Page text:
Recently, we moved six-year-old Anita and five-year-old Selma, along with two other juveniles, to be integrated with a group of adult chimpanzees in a large enclosure complex that includes twenty acres of forest. Initially, caregivers carried Anita and Selma to the new enclosure in their arms, but the two young females weren’t convinced the move was a good idea. When they jumped down and traveled a half-kilometer back to their smaller enclosure, we had to bring out the transport cage. Fortunately, they soon became fascinated by the older chimpanzees in the larger group. Although the integration process will take many weeks, they are already forming bonds with several of the adult females. Pictured carrying Anita and Selma are: (clockwise from front right) Dr. Susan Donohue, caregiver Gomdong Julien, veterinary technician Nicholas Banadzem, maintenance worker Bipan Martin.
This past weekend IDA-Africa founder/director/veterinarian Sheri Speede was among the speakers at the International Primate Protection League conference in Summerville, South Carolina. Speakers included inspiring women and men from around the world, including IPPL's own Dr. Shirley McGreal. Congratulations to IPPL for pulling off another wonderful conference!
We’re so pleased that talented American veterinarian Dr. Susan Donohue has become a part of our volunteer team at Sanaga-Yong Chimpanzee Rescue Center. Although she usually works with our chimpanzees in the forest, last week Susan set up a surgical unit for cats in the kitchen of the office/apartment we share with Ape Action Africa in the city of Yaoundé. Working with Ape Action Africa veterinary technician Babila Tafon and our Sanaga-Yong Center manager Agnes Souchal, Susan has been trapping, neutering and releasing semi-domesticated and feral cats from a colony living nearby. Thank you Susan for helping cats as well as chimps!
Margot (left) and Selma are two of four juveniles we moved over to Bikol’s group of 23, mostly adult, chimpanzees last week.
In February 2011, Cameroon authorities confiscated then one-year-old Margot soon after a hunter had killed her mother and and left her with a gunshot wound to the face. Margot’s painful injuries included a badly fractured jaw and a gaping ½-inch hole in the roof of her mouth, but with medical care at our Sanaga-Yong Chimpanzee Rescue Center, she soon recovered and made good friends with slightly older juveniles Selma and Anita. Kanoa joined them in 2012.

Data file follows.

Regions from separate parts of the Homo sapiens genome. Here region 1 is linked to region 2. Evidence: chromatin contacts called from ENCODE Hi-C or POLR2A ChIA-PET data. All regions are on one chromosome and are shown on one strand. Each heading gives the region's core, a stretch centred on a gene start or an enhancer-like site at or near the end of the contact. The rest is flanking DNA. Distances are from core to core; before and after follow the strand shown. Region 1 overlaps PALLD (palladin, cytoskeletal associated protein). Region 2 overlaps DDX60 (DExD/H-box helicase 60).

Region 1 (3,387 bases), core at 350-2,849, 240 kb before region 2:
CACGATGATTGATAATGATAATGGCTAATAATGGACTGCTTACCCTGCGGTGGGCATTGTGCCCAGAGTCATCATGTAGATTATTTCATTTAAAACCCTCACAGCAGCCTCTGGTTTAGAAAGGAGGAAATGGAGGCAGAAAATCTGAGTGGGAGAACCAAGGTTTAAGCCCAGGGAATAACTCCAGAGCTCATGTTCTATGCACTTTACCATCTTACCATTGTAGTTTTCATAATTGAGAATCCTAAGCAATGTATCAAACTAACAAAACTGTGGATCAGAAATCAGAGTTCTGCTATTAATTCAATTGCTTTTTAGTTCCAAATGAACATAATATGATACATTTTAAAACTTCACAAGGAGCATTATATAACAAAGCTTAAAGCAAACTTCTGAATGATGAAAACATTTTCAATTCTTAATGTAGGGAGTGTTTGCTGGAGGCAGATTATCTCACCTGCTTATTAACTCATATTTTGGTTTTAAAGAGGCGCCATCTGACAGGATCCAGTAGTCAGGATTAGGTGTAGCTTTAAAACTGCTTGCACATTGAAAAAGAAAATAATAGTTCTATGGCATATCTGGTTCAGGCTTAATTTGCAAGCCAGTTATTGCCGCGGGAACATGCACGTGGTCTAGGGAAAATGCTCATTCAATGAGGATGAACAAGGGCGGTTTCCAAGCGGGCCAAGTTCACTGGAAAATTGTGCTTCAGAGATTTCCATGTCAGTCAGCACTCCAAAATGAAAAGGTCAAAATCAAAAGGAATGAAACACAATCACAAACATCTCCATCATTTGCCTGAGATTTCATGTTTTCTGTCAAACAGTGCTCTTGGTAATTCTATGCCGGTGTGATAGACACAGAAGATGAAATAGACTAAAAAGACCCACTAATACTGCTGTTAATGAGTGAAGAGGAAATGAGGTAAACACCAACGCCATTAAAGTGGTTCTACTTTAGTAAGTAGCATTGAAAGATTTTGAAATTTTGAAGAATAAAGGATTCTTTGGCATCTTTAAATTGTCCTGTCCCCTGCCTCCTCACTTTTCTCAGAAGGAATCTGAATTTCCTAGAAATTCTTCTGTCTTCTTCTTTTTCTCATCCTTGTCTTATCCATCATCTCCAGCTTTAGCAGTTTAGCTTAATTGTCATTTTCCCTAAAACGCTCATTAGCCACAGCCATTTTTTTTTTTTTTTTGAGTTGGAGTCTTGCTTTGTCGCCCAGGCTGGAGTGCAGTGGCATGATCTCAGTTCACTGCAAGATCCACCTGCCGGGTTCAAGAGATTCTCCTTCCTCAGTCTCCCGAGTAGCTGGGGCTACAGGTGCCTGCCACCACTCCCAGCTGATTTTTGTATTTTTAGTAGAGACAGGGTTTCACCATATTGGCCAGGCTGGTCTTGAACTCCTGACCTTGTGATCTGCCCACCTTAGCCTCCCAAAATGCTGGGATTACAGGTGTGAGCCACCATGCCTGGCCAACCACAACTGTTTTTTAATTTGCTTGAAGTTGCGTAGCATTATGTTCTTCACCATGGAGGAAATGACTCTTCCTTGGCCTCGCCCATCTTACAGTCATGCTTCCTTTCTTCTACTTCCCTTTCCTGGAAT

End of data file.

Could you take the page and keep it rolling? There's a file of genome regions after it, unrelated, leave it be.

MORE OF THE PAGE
Until last week the four were spending their days playing in the forest under the watchful eyes of their caregivers. Now they will face a challenging few months in a large cage chamber as we try to integrate them with the large group of older chimpanzees. We’ll proceed slowly and as safely as possible, but adult female Manni is already enjoying time inside with the “kids.” If the integration is successful, Margot and her friends will eventually join the big group in a 20-acre tract of forest, and the lives of all involved chimpanzees will be richer as a result.
We’ll keep you posted!
Photo courtesy of Jacques Gillon
During the last week, sweet elder female Bouboule has been very sick with what may be the same intestinal infection that nearly killed Jacky in January. We have been very worried, but today, she seems to have turned a corner. She drank and ate well this evening.
Bouboule spent nearly three decades in a small cage at the zoo in Yaoundé, Cameroon. Finally, in 2003, with the help of our friends at Ape Action Africa we were able to bring her to Sanaga-Yong Chimpanzee Rescue Center. Here, in a five-acre forested enclosure Bouboule soon adopted not just one, but four juveniles, who have maintained close ties with her as they’ve matured into young adults. Occasionally, if they ask, she still shares her food with Aaron, Boumba, Jessica and Karmal.
Photo courtesy of Agnes Souchal.
In 2001, IDA-Africa rescued then one-year-old Simon soon after a poacher killed his mother. The loss of his mother was an irreparable tragedy for Simon. Among free-living chimpanzees maternal love and support are important not just for babies, but also for males and females as they mature through adolescence into adulthood. At our Sanaga-Yong Chimpanzee Rescue Center, we couldn't replace Simon's mother, but he has had the opportunity to grow up healthy, in natural habitat, among friends. Thousands of kind supporters have made it possible for him and many others. Thank you! Photo display courtesy of Jacques Gillon and Kimber Webb
Perrine Odier, our wonderfully dedicated partner, established LACSY (Les Amis des Chimpanzés de SANAGA-YONG) to advocate and fundraise for the Sanaga-Yong chimpanzees among french speakers. With its first online crowdfunding effort, LACSY has just raised 3000 euros that will go directly to Sanaga-Yong Rescue Center. THANK YOU Perrine, Alex Dupeyras, Jacques Gillon, Christine Desvignes, Agnes Souchal (our phenomenal manager) and everyone else contributing to LACSY's success!
Dr. Sheri Speede, IDA-Africa director/founder and author of Kindred Beings, will be a keynote Speaker at the International Primate Protection League (IPPL) conference in Summerville, SC, April 11-13.
IPPL and its founder/president Dr. Shirley McGreal have been fighting to protect the world's endangered primates for over forty years. Sheri is honored to be part of the conference. Please contact IPPL by message or e-mail, firstname.lastname@example.org, for information about how to register.